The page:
Rangers at the heart of a new Europe

Phil Gordon suggests the arrival of De Boer shows times are changing
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The Independent Online

Holland may be short of genuine celebrities, but the one group of people they do reserve star status for is footballers. In the Amsterdam branch of Madame Tussaud's, next to Johan Cruyff, Marco van Basten and Ruud Gullit, are an engaging couple of whom it is said that if they were made of chocolate they would eat themselves.

Holland may be short of genuine celebrities, but the one group of people they do reserve star status for is footballers. In the Amsterdam branch of Madame Tussaud's, next to Johan Cruyff, Marco van Basten and Ruud Gullit, are an engaging couple of whom it is said that if they were made of chocolate they would eat themselves.

No, not Anthea Turner and Grant Bovey. Ronald and Frank de Boer, though, know how to make a buck. The twins are the driving force behind Team Holland, the marketing vehicle of the Dutch international team which is making Louis van Gaal's players rich men with everything from endorsements to websites. Ronald's decision to say OK to Rangers on Wednesday, may have broken a partnership that has thrived for 13 years together at Ajax and Barcelona, but he is capable of standing on his own two feet.

With 61 caps to his name, Ronald de Boer is one of the best attacking midfielders in the game. That is why Arsÿne Wenger wanted him before that ill-fated move with Frank to the Nou Camp 20 months ago, and that is why Alex Ferguson spent last weekend phoning the Dutchman trying to entice him to Old Trafford.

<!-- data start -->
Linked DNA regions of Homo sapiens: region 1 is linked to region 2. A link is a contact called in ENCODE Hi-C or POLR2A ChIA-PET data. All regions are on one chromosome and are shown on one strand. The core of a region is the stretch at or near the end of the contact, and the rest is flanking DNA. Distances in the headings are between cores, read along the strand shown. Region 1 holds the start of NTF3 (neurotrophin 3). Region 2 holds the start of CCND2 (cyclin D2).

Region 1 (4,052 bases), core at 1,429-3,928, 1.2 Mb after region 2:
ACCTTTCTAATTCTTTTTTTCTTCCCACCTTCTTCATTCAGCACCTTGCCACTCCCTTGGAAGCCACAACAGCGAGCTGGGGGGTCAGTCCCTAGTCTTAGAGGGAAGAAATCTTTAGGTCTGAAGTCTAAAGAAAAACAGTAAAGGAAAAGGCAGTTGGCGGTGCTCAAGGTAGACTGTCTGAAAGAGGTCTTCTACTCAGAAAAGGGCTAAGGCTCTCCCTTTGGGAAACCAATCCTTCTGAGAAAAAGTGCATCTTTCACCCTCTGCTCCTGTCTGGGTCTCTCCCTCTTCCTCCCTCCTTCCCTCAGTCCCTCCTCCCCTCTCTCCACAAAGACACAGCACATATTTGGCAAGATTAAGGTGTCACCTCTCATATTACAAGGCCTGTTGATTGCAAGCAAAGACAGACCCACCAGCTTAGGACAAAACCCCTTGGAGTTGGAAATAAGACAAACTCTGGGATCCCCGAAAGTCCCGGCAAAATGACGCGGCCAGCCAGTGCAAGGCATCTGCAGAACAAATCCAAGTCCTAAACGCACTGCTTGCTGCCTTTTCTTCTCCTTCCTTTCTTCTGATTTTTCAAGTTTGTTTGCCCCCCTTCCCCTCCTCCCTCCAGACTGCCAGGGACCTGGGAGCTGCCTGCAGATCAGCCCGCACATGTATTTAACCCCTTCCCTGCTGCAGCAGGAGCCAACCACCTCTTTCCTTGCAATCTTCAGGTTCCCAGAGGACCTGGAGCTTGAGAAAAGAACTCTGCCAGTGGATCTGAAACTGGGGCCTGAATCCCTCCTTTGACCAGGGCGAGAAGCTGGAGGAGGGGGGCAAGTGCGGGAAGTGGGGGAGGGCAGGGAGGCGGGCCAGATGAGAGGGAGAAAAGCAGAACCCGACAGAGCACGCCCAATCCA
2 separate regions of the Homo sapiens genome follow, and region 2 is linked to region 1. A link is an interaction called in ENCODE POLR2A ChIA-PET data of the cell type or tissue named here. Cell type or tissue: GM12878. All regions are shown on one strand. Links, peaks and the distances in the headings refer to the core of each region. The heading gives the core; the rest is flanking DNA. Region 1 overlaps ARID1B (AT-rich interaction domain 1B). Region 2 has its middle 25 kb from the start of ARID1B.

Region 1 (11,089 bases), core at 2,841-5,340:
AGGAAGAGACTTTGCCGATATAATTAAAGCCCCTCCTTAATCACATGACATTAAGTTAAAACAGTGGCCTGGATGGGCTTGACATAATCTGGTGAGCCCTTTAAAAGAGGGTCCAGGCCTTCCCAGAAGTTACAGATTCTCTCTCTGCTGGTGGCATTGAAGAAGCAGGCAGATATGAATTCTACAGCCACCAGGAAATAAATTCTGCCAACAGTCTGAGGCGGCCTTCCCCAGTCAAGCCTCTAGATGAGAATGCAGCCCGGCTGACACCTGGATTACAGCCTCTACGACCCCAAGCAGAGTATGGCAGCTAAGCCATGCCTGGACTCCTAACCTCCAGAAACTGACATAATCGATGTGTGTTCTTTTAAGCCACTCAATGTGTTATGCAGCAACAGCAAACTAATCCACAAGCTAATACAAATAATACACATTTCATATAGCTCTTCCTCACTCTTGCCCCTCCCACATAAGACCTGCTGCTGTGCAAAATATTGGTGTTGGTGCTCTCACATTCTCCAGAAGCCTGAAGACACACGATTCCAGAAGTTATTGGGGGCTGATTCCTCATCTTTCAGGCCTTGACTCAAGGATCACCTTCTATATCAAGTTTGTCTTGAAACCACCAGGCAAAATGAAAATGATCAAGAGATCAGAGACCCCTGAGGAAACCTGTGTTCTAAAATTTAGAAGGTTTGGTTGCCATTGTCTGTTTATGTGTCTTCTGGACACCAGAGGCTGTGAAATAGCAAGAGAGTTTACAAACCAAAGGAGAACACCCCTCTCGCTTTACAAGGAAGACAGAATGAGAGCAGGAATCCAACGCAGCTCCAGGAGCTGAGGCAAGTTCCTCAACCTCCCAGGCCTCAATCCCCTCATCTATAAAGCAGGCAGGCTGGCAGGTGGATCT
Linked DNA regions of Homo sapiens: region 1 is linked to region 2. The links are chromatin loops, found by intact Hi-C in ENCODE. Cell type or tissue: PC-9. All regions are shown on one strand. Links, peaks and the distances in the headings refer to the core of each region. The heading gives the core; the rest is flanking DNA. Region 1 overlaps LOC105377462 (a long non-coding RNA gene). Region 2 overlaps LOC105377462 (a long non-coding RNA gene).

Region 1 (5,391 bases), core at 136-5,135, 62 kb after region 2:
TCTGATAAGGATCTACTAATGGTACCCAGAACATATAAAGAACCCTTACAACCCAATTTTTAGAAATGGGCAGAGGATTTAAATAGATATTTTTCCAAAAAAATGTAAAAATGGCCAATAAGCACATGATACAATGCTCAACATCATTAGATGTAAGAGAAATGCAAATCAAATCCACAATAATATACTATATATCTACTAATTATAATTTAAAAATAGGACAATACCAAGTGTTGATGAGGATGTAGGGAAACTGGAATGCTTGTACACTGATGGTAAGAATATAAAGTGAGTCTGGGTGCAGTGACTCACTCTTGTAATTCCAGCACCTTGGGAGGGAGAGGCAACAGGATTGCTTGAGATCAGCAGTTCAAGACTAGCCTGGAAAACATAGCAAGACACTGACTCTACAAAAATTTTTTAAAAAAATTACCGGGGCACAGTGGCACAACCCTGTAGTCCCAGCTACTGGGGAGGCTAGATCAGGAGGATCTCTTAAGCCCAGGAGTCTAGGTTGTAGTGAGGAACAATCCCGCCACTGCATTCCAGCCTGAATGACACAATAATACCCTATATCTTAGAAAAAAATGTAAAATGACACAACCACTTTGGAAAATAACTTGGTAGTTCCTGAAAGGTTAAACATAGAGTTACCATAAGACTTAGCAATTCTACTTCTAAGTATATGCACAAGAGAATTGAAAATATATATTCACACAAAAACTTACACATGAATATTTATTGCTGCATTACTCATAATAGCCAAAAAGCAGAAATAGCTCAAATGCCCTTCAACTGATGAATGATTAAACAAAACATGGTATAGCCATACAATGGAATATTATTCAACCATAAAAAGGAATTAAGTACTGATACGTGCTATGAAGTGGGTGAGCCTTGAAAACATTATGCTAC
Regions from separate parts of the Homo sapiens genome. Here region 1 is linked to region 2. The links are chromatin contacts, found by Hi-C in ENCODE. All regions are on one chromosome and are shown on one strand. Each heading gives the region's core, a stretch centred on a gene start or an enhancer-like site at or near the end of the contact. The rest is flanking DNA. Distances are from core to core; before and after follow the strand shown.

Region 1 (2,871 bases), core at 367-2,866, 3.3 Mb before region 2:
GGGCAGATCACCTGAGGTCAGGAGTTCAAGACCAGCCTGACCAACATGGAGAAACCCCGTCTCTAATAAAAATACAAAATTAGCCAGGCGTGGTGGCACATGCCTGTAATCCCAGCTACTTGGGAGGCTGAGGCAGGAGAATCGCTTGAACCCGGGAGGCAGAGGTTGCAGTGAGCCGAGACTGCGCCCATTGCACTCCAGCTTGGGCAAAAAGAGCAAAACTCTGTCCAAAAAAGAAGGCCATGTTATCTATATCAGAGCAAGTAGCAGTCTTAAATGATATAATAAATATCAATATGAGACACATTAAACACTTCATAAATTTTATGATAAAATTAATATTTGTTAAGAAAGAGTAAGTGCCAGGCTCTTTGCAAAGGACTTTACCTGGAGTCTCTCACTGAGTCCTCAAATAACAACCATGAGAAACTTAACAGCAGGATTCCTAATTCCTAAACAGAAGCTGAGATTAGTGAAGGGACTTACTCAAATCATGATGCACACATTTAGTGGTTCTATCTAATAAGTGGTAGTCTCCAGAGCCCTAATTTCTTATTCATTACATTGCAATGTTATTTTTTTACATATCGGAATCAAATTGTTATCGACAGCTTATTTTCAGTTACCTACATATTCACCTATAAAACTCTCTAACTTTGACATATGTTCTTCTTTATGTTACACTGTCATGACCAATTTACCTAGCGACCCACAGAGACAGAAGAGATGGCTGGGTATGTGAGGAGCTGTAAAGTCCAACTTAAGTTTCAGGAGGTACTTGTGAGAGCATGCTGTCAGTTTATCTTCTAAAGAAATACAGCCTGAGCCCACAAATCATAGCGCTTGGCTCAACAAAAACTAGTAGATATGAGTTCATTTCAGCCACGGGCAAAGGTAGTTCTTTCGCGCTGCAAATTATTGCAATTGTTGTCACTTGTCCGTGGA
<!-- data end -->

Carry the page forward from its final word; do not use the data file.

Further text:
That Ibrox should turn out to be his destination, then, is somewhat surprising. Even to Dick Advocaat. The Rangers manager confessed on Wed-nesday after securing De Boer's £4.5m transfer, that "players from Barcelona don't go to Glasgow".

That De Boer has - even after initially rejecting Advocaat's advances - says a lot about Rangers' altered image abroad. It was not simply a reaction to that painful 6-2 humiliation by Celtic last Sunday, but De Boer's arrival helped to clear some of the gloom.

Naturally, De Boer spoke to his brother Frank and mentor Van Gaal - whose exit from the Nou Camp in May began his own move to the Barça margins - but they simply concurred with his own thoughts. "I had a better feeling about going to Rangers," said Ronald.

"I spoke to Alex Ferguson and was very proud that he wanted to sign me. He said he wanted to use me in the team, but also that he would be rotating players. He said sometimes you'll sit on the bench, sometimes you'll play, but normally only Beckham and Keane will always be in the team.

"It didn't worry me because I think I have the quality to be a success, but at 30 you want to play all the time. Rangers want to do something in the Champions' League and I want to help them succeed. At Manchester United, it is different. You can only lose there because they have won so much already and the expectation is higher.

"I realise it might take Rangers years to become as strong in Europe as Manchester United, but it is not impossible for Rangers to do the same because my old club, Ajax, showed that it could be done. Rangers want to go to a very high level in Europe and I am willing to help."

Advocaat's stint as Holland's coach in the 1994 World Cup finals cemented a mutual appreciation. "I am going to play for a manager who believes in me and has confidence in me, which is so important. I'm also happy with the fact that he wants to play me behind the strikers, my best position."

One of the reasons De Boer is so highly coveted is his awkward streak. On and off the pitch, he gets what he wants, even going on strike with Frank at Ajax to engineer their move to Barcelona. It was also claimed in the racial row which wrecked the Dutch camp at Euro 96 that the opinionated twins' influence jeopardised opportunities for the squad's black players.

Yet, Advocaat found against Celtic that the leadership he needs on the pitch was absent. The real Ronald de Boer is no dummy, and Advocaat wants him to spread Rangers' fame across the continent.

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